ONEONTA – SUNY Chancellor Jim Malatras convened a press conference at SUNY Oneonta’s Dewar Arena today, which ended just a few minutes ago, where he detailed measures taken to reduce a recurrence of COVID-19 in the college community when classes resume locally on Tuesday, Feb. 2.
The choice of Heidi Bond, “General in the Fight Against COVID-19,” as we put it, has been seconded by many since the “Citizen of the Year” edition appeared last week. She and her team at the Otsego County Department of Health rose to the challenge.
All of us thank her for her tireless contributions in 2020.
Otsego County has been lucky in leadership this year. Here are four other individuals who shone, and there are many others who, unheralded, have as well.
One, County Treasurer Allen Ruffles, who returned Jan. 20 from a 12-month deployment in Djibouti with the 403rd Civil Affairs Battalion, Army Reserves, expecting to settle back into civilian life with wife Amy, daughter Mia, now 12, and son Cooper, 7.
Instead, he went from one foxhole to another.
By the end of March, he was in the midst of COVID-19, and county government found itself in a financial crisis, laying off 58 FTEs, and looking ahead to a hefty tax increase.
Then came the Ruffles Plan, which the first-term treasurer developed in consultation with colleagues in similar-sized counties: one, cuts; two, borrowing; three, chase limited money still flowing from Albany.
The plan reduced the deficit from $13.5 million to $5.4 million; borrows $4 million over 20 years at a historically low interest rate (1.0033 percent), and front-loads road work next spring (CHIPS money is still flowing from Albany).
This kept the county 2021 budget under the 2-percent tax cap.
Ruffles could have been buried under county-budgeting minutiae, but was able to see the big picture: COVID isn’t going to last forever – it could be at bay in weeks, certainly months. Then, tourism will return, sales tax will return – and the county will be able to fulfill its obligations.
Two, Tommy Ibrahim, recruited from nine-hospital Integris in Oklahoma with a goal of elevating quality and efficiency at the eight-county Bassett Healthcare Network, and returning it to profitability.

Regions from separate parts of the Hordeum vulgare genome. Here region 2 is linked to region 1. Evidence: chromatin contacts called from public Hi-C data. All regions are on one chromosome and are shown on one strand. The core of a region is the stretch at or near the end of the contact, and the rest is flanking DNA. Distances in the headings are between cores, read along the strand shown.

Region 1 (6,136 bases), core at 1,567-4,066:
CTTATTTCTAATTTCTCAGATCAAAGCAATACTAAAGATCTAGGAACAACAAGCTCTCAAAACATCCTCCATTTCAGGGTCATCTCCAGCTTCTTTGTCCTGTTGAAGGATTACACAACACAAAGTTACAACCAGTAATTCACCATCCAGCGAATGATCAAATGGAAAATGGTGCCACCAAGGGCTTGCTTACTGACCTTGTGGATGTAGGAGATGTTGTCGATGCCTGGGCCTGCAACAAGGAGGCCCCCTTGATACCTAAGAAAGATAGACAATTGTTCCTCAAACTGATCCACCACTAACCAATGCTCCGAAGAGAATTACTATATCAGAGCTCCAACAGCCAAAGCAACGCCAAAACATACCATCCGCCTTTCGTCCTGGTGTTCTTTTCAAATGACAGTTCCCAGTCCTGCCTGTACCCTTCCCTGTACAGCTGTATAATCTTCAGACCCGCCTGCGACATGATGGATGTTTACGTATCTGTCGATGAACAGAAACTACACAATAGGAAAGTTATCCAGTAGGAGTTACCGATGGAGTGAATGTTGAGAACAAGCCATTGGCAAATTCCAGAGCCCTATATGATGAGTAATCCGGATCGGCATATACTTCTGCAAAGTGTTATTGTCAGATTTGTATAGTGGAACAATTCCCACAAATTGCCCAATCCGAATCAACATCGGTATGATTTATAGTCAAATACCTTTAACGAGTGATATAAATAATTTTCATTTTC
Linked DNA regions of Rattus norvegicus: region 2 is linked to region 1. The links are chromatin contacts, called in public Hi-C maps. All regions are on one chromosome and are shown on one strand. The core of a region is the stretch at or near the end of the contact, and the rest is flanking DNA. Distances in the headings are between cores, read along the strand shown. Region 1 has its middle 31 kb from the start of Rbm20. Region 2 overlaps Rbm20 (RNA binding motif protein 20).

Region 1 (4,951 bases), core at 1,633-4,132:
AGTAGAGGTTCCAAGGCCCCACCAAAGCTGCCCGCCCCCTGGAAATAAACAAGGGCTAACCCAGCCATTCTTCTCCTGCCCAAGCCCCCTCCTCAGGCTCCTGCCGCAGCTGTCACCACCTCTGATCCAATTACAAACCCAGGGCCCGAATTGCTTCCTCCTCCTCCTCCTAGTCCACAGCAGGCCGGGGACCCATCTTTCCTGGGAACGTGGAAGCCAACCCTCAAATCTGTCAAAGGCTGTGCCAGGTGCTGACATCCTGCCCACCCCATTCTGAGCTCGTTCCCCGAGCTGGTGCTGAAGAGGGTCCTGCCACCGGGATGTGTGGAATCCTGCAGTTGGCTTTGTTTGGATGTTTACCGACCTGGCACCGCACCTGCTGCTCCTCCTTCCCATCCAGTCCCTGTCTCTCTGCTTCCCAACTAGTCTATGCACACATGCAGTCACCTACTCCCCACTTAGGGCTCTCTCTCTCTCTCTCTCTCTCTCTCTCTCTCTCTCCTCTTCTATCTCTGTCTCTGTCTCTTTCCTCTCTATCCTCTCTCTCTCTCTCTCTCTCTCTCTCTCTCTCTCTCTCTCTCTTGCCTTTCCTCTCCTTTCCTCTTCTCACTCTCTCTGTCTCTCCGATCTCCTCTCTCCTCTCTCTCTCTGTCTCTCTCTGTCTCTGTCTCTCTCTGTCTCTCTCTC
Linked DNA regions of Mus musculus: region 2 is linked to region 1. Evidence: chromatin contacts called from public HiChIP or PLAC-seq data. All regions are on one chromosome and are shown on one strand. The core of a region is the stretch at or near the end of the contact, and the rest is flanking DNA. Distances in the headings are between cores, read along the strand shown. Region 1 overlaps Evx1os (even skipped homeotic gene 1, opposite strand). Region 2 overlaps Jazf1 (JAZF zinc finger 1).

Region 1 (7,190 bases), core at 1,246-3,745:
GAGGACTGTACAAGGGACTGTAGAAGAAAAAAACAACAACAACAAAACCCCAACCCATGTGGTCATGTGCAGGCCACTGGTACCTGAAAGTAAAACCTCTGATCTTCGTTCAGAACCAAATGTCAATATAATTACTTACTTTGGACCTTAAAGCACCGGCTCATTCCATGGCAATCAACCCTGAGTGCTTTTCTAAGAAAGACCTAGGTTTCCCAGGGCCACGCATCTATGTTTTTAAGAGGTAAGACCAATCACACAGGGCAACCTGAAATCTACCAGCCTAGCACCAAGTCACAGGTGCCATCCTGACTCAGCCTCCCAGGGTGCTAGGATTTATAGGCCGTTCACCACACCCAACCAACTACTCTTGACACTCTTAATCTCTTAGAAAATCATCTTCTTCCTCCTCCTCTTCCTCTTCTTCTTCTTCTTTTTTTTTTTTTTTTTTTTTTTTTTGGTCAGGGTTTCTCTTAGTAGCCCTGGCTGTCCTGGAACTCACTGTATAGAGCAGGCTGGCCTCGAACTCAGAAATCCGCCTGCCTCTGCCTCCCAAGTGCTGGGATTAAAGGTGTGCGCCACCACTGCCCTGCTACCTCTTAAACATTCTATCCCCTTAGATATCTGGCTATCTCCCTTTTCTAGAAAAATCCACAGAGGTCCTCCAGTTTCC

He arrived in June, and by December announced implementation of “OneBassett,” flattening the five “silos” – the five hospitals – and managing them horizontally, by discipline.
It’s hard to wrap one’s brain around, but Google “Bassett Hospital HR” and see how hiring, formerly scattered across the system, has been unified, a one-stop shop to getting a job at Basset, if you will.
Think it through. You can see how organizing and managing Bassett services individually – enabled by technology that wasn’t there a few years ago – could raise efficiency and lower costs across the board.
This isn’t just theoretical. Bassett has lost money for four years. Ibrahim – “call me Tommy,” he’ll say when you meet him – expects “OneBassett” to put the system at break-even by the end of 2021 and in the black after that.
A prosperous Bassett is essential to our aggregated health, prosperity and quality of life. Important stuff.
Three and Four: SUNY Oneonta’s new president, Dennis Craig, and the new SUNY chancellor, Jim Malatras.
A “super spreader” event on Friday, Aug. 21, the first weekend students returned, had pushed on-campus “positives” to 107 within a week.
Sunday, Aug. 30, the new chancellor was at SUNY Oneonta, trying to figure out what went wrong. And he acted, suspending classes for two weeks. As positives went over 300, he closed the campus for the semester.
By mid-October, campus President Barbara Jean Morris had resigned and, to succeed her, Malatras named Dennis Craig, who as president of SUNY Purchase kept a campus outbreak to seven cases in New Rochelle.